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T


o Pasay folk, Santa is French
By Karla Delgado-Yulo
Publisher and Editor in chief Sunday Inquirer Magazine

CALL him a modern-day Santa. Blessed with kind eyes, an easy smile, and even a little paunch, Bernard Pierquin has also got a heart like Old St Nick's.
For the last eight years now, the 49-year-old Frenchman has helped improve the lives of Filipinos through a foundation which encourages the values of self-worth and dignity among the urban and rural poor invarious communities around the country.
On Friday, Pierquin's contributions to the uplifment of the Filipinos were recognized officially when President Estrada presented the Paris-based Association with a 1998 Presidential Award for the Filipinos and Private Organizations Overseas.
Alouette was lauded for its projects in Malibay, Pasay, which include a day-care center for working mothers and their children, and a computer training center for low-income and out-of-school youth.
"After not even two minutes of being in this place, I knew why I had come to the Philippines," said Pierquin, recalling the first time he set foot in the squatter area of the low-income neighborhood in 1990.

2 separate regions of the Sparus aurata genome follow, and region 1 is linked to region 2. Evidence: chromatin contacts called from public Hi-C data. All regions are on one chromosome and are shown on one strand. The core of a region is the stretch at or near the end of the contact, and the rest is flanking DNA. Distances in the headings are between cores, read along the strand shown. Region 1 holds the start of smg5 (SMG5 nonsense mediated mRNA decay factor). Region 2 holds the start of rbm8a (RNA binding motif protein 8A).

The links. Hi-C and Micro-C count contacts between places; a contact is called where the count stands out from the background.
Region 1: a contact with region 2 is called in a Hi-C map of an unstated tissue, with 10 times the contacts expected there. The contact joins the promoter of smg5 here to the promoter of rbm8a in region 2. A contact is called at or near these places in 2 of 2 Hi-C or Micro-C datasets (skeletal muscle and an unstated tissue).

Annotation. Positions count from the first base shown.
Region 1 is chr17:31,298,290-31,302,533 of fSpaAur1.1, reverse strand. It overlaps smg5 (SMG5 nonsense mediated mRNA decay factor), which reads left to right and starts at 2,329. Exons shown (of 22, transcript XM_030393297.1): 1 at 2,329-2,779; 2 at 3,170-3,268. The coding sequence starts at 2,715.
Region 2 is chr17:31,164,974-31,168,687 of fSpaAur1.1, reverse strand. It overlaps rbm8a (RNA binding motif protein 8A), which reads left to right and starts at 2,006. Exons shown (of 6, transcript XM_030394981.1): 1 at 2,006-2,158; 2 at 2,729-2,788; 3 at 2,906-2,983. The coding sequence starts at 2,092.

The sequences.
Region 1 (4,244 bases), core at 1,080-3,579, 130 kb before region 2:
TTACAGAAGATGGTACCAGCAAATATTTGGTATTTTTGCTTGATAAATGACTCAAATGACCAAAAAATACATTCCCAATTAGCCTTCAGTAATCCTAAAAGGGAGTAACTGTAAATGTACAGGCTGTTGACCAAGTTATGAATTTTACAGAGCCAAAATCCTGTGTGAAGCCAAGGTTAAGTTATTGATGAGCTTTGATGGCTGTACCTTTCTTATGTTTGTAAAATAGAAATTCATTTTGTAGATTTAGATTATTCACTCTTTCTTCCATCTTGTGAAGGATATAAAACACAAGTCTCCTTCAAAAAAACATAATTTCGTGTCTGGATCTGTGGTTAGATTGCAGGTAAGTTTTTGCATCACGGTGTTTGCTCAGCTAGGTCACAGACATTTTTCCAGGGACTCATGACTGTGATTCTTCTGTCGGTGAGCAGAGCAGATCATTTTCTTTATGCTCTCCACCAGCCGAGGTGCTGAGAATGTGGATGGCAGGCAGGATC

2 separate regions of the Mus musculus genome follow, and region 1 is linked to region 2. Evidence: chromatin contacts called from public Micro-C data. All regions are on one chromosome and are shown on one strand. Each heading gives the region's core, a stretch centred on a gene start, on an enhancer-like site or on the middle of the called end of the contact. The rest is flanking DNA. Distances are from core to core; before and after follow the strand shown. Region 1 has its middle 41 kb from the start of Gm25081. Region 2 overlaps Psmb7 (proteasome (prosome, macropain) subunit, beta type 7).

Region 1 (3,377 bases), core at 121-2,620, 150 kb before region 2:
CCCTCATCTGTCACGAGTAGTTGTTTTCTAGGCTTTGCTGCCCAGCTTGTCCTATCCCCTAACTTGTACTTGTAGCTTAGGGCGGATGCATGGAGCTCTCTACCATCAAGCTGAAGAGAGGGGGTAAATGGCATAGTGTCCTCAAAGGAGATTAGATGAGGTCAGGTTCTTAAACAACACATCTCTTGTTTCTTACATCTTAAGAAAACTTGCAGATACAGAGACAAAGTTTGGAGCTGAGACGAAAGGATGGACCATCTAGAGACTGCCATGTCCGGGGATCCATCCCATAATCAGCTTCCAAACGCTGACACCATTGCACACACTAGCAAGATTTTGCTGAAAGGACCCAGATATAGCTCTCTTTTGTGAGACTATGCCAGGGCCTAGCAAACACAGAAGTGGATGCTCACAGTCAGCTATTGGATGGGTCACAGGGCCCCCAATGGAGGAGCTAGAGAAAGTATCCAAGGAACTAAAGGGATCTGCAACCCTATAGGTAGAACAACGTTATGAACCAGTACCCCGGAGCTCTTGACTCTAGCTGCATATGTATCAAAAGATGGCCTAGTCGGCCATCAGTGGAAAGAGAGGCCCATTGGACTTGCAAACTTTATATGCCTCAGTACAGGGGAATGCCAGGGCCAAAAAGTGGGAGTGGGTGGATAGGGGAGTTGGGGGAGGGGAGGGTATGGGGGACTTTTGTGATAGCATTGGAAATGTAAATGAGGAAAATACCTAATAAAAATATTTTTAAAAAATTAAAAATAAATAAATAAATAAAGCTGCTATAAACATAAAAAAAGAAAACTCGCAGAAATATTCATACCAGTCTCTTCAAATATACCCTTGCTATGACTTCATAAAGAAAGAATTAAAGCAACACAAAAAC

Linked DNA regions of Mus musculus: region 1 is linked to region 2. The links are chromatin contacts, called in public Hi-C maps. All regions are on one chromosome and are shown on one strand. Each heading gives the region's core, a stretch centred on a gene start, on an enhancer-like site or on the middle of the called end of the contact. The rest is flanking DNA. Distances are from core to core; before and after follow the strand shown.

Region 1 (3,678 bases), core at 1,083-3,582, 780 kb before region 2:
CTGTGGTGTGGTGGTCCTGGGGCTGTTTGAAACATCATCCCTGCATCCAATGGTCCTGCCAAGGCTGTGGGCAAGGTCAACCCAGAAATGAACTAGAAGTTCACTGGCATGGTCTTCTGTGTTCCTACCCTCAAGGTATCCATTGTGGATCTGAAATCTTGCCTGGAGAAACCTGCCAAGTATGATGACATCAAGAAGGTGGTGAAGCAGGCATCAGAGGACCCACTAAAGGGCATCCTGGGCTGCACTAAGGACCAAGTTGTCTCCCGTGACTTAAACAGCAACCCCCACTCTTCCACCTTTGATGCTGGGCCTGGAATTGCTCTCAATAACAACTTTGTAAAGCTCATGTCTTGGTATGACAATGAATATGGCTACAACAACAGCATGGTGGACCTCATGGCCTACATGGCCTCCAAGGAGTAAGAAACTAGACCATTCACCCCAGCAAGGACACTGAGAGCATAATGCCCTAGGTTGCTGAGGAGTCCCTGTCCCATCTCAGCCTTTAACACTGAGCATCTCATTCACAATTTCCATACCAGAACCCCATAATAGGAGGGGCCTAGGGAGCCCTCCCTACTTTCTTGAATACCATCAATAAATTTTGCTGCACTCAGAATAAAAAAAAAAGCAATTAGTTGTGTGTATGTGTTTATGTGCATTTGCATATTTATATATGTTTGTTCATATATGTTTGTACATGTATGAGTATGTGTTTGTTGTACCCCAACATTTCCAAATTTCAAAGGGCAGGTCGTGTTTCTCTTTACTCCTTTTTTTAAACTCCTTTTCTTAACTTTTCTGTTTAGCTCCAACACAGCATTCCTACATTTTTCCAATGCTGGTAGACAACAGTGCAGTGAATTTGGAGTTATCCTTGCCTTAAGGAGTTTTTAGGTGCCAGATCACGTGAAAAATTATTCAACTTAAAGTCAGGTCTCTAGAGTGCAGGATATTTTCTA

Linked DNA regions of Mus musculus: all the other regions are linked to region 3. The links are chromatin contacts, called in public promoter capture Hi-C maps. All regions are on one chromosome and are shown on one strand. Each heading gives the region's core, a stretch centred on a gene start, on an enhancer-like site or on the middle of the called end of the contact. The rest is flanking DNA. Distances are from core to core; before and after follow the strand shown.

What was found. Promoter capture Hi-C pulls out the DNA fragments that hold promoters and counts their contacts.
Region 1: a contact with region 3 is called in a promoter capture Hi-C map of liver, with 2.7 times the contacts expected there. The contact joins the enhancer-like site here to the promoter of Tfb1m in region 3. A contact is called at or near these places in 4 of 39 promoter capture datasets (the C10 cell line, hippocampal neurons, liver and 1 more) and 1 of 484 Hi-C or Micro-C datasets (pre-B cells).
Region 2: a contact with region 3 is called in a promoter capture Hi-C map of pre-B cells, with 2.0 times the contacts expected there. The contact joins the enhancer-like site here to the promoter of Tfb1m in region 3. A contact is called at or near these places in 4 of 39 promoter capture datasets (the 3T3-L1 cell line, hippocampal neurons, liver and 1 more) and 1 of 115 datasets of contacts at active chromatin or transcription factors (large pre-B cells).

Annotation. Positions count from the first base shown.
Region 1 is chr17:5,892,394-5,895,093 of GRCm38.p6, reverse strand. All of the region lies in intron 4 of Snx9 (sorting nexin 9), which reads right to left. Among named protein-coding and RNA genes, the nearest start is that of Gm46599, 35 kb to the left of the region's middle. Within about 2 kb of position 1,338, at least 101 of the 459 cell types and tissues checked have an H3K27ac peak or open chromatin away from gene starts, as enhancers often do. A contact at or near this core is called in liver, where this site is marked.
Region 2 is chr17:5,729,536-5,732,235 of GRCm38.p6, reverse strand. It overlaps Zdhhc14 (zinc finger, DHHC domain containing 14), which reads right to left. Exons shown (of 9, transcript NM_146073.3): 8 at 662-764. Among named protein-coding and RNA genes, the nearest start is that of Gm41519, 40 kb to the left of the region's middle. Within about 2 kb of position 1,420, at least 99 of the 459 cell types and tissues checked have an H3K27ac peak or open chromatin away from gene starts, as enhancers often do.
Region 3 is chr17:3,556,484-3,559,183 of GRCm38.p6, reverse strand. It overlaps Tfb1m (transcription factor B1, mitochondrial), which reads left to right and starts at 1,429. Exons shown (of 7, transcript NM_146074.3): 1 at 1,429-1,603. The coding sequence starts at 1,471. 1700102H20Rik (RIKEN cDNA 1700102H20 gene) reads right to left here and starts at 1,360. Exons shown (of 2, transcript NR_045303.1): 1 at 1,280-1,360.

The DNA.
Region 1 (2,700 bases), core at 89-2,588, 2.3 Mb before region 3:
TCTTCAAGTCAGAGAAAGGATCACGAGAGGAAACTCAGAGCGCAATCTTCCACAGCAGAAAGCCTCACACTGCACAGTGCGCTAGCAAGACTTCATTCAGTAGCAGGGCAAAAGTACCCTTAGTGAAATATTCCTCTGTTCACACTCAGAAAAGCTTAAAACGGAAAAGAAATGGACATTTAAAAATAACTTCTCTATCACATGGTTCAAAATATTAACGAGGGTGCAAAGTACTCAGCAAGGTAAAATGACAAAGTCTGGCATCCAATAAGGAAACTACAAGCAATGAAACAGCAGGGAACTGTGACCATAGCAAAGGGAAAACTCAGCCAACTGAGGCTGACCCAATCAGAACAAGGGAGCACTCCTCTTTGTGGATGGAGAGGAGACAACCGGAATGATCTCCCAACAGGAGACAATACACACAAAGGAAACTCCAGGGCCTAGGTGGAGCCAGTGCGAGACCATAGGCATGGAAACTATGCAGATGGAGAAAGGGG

Today his mission is even clearer.
"If all the children see around them is people drinking or sitting down and doing nothing, that is the only thing they will know when they become adults," Pierquin told the INQUIRER in an interview on the French-inspired terrace of the daycare center.
"But if you show them there's another way of life, they will choose this kind of life."
That in a nutshell, is what Pierquin and his staff are banking on: that given the opportunity, children will opt to lead productive, successful lives.
Besides providing free health services to the people of Malibay, Alouette sponsors the education of about 200 children in Pasay, Dolores town in Quezon, Pangasinan, Baguio and Mountain Province. It also runs a livelihood program for the weavers in Bontoc.